Hands-On: Ionic Clean
December 1, 2010
Filed under Gear Reviews
Washing your motorhome takes a lot of physical energy, especially if you have to contend with hard water.
Unless you can find a place where the sun doesn’t dry the surface before you get a chance to wipe it down, spotting can be an endless battle. That’s why professional detailers bring their own deionized water rather than chance the hardness of the water at the nearest faucet.
HomeRight, a company that markets a number of home and automotive maintenance products, has introduced the Ionic Clean, a portable device that deionizes the water using a special filter. According to the company, the process of removing minerals and impurities is achieved through a positive and negative ionic exchange process. Basically, this is a scientific way of saying it’s supposed to remove water spotting.
Ionic Clean consists of a relatively compact filtration unit contained in a serviceable plastic housing, connected to 20 feet of hose and ready for toting around the motorhome. Also included in the washing system is a telescoping brush pole capable of reaching up to 64 inches, a brush, all the necessary valves and fittings, plus a filter-life tester.
Using Ionic Clean is almost as simple as using an average garden hose. The first step involves assembling the telescoping pole with the brush and on/off water valve. From here it’s a matter of removing the factory-installed plug from the filter housing and replacing it with the quick-connect fitting. Then, just attach the pole and water hose and it’s ready to go. Once hooked up to the water source, simply choose the di, bypass or off via the selector knob. In order for the filter to do its job correctly, at least 10 seconds of flow should be allowed after choosing a setting.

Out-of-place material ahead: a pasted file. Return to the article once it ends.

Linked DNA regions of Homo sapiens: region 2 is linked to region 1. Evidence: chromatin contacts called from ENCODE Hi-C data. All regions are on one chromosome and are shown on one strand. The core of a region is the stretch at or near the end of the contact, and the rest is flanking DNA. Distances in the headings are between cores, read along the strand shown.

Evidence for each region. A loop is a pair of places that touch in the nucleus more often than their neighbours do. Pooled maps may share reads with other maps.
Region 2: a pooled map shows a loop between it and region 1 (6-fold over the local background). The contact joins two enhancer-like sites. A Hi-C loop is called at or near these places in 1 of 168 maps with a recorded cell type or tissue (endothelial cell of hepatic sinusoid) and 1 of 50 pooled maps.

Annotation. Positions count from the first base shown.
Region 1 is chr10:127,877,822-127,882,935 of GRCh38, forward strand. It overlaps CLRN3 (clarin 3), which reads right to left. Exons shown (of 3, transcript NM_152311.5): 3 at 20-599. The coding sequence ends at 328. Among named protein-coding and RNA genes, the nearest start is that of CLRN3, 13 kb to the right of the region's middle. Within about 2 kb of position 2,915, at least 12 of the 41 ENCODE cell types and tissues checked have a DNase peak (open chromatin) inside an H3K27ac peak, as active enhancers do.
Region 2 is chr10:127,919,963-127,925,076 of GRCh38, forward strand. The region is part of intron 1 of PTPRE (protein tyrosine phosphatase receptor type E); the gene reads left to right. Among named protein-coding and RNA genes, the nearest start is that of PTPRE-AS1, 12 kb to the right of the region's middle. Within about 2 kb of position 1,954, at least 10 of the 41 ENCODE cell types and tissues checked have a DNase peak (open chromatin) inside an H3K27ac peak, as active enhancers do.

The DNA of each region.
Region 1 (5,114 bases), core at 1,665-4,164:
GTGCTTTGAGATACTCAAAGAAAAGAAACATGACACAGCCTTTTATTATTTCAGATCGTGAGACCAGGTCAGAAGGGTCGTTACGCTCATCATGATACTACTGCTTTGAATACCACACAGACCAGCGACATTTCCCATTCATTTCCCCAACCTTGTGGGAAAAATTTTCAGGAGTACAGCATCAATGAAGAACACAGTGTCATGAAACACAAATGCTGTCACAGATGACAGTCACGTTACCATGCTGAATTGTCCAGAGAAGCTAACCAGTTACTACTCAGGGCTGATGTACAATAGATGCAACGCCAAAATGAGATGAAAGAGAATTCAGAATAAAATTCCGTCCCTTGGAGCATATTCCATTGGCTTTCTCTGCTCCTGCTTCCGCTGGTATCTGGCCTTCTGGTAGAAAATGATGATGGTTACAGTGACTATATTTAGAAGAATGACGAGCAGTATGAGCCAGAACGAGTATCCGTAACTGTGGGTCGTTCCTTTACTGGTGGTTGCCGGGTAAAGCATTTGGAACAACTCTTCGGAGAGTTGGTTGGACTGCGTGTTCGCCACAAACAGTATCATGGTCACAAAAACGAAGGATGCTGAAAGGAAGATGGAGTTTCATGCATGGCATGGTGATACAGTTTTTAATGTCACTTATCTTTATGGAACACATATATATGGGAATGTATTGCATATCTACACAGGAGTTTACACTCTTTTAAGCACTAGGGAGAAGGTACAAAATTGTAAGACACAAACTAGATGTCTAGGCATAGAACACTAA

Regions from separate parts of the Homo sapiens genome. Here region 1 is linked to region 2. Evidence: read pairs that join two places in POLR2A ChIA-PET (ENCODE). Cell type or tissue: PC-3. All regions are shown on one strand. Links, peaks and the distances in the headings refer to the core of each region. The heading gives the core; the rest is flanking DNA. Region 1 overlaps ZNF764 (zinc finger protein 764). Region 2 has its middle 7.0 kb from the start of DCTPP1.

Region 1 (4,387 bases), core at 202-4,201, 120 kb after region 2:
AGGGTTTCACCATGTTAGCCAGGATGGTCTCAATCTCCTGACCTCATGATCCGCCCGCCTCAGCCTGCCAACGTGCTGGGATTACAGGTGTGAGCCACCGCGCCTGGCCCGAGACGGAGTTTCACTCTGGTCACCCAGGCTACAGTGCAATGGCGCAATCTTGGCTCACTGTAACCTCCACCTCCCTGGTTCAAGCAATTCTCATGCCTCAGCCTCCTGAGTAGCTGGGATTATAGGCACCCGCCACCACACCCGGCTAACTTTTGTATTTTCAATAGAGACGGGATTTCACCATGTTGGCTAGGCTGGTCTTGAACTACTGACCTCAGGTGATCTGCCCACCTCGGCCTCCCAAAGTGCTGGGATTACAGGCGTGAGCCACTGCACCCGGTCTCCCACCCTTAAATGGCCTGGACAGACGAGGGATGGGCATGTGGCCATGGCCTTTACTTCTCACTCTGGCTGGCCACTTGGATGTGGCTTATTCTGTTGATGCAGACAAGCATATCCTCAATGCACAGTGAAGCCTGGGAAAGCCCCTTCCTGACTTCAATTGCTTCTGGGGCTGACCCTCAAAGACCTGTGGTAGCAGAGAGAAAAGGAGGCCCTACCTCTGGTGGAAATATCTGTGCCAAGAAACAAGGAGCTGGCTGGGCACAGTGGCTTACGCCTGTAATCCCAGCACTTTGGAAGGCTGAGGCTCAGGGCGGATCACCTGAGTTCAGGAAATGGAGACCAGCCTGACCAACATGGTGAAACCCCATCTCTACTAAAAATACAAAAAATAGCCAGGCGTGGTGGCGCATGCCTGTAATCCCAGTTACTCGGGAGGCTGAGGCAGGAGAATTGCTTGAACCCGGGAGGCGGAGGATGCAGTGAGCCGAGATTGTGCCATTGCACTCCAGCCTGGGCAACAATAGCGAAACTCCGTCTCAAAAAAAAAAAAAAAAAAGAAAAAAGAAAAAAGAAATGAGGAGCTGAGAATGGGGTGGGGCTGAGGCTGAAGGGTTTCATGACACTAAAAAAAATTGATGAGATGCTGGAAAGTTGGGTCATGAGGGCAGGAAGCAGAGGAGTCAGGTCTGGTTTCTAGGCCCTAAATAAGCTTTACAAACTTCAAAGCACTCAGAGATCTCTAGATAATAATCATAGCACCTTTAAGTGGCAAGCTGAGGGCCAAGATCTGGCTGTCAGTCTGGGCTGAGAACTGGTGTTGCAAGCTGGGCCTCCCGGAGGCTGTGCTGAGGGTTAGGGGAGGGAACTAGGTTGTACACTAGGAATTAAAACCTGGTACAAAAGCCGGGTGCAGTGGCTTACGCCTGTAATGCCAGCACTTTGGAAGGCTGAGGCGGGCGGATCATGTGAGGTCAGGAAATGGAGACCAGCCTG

Beyond these few steps, it is a good idea to periodically check the condition of the water using the included filter-life tester, validating the filter quality.
The Ionic Clean is an ideal filtration system for those who may be traveling from city to city and wish to keep up the good looks of their motorhome without worrying about water hardness.
It does a good job of eliminating water spotting but there’s a financial downside to having this convenience. The replaceable filter, which retails for $49, has a short lifespan when used with very hard water. For example, you’ll exhaust the filter’s ability to deionize water after 23 gallons are filtered or only 35 minutes if the water is exceptionally hard (400 ppm on the grain scale). Figure on about twice the gallonage and output time in areas with moderately hard water (200 ppm) although that still severely limits the life of the filter if you’re washing a big coach.
So you’ll have to use this system very judiciously, making sure to prewash and soap the motorhome using the system on bypass — leaving the deionized water for final rinsing.
The kit retails for $249, but I was able to find it online for $199. While it’s not the least expensive way to fight hard water and water spotting, it does improve the result of washing your motorhome.
HomeRight, 800-264-5442, www.homeright.com.